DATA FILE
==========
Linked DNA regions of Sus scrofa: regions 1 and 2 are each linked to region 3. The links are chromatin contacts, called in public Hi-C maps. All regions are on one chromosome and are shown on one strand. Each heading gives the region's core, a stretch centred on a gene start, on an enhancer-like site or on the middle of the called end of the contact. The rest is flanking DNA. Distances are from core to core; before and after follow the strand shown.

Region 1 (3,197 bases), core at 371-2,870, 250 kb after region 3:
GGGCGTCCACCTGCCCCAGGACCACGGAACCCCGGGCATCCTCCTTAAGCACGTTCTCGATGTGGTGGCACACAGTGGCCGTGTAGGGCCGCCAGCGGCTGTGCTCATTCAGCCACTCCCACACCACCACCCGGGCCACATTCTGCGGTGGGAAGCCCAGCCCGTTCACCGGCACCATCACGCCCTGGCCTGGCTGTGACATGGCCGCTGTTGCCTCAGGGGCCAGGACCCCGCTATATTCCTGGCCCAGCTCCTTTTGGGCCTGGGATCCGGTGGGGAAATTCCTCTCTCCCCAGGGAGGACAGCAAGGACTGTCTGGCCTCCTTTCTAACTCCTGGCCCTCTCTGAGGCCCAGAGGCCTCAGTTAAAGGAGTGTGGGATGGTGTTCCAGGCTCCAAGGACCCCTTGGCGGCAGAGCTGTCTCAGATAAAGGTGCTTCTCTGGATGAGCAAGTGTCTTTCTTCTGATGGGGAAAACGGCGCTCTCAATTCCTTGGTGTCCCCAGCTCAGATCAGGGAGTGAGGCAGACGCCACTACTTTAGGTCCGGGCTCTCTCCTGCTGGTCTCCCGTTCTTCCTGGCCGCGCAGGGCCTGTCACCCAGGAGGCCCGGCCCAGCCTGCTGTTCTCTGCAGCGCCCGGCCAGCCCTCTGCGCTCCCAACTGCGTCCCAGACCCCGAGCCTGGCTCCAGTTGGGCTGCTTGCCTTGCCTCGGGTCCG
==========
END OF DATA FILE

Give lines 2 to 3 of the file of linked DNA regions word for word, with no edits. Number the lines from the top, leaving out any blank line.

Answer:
Region 1 (3,197 bases), core at 371-2,870, 250 kb after region 3:
GGGCGTCCACCTGCCCCAGGACCACGGAACCCCGGGCATCCTCCTTAAGCACGTTCTCGATGTGGTGGCACACAGTGGCCGTGTAGGGCCGCCAGCGGCTGTGCTCATTCAGCCACTCCCACACCACCACCCGGGCCACATTCTGCGGTGGGAAGCCCAGCCCGTTCACCGGCACCATCACGCCCTGGCCTGGCTGTGACATGGCCGCTGTTGCCTCAGGGGCCAGGACCCCGCTATATTCCTGGCCCAGCTCCTTTTGGGCCTGGGATCCGGTGGGGAAATTCCTCTCTCCCCAGGGAGGACAGCAAGGACTGTCTGGCCTCCTTTCTAACTCCTGGCCCTCTCTGAGGCCCAGAGGCCTCAGTTAAAGGAGTGTGGGATGGTGTTCCAGGCTCCAAGGACCCCTTGGCGGCAGAGCTGTCTCAGATAAAGGTGCTTCTCTGGATGAGCAAGTGTCTTTCTTCTGATGGGGAAAACGGCGCTCTCAATTCCTTGGTGTCCCCAGCTCAGATCAGGGAGTGAGGCAGACGCCACTACTTTAGGTCCGGGCTCTCTCCTGCTGGTCTCCCGTTCTTCCTGGCCGCGCAGGGCCTGTCACCCAGGAGGCCCGGCCCAGCCTGCTGTTCTCTGCAGCGCCCGGCCAGCCCTCTGCGCTCCCAACTGCGTCCCAGACCCCGAGCCTGGCTCCAGTTGGGCTGCTTGCCTTGCCTCGGGTCCG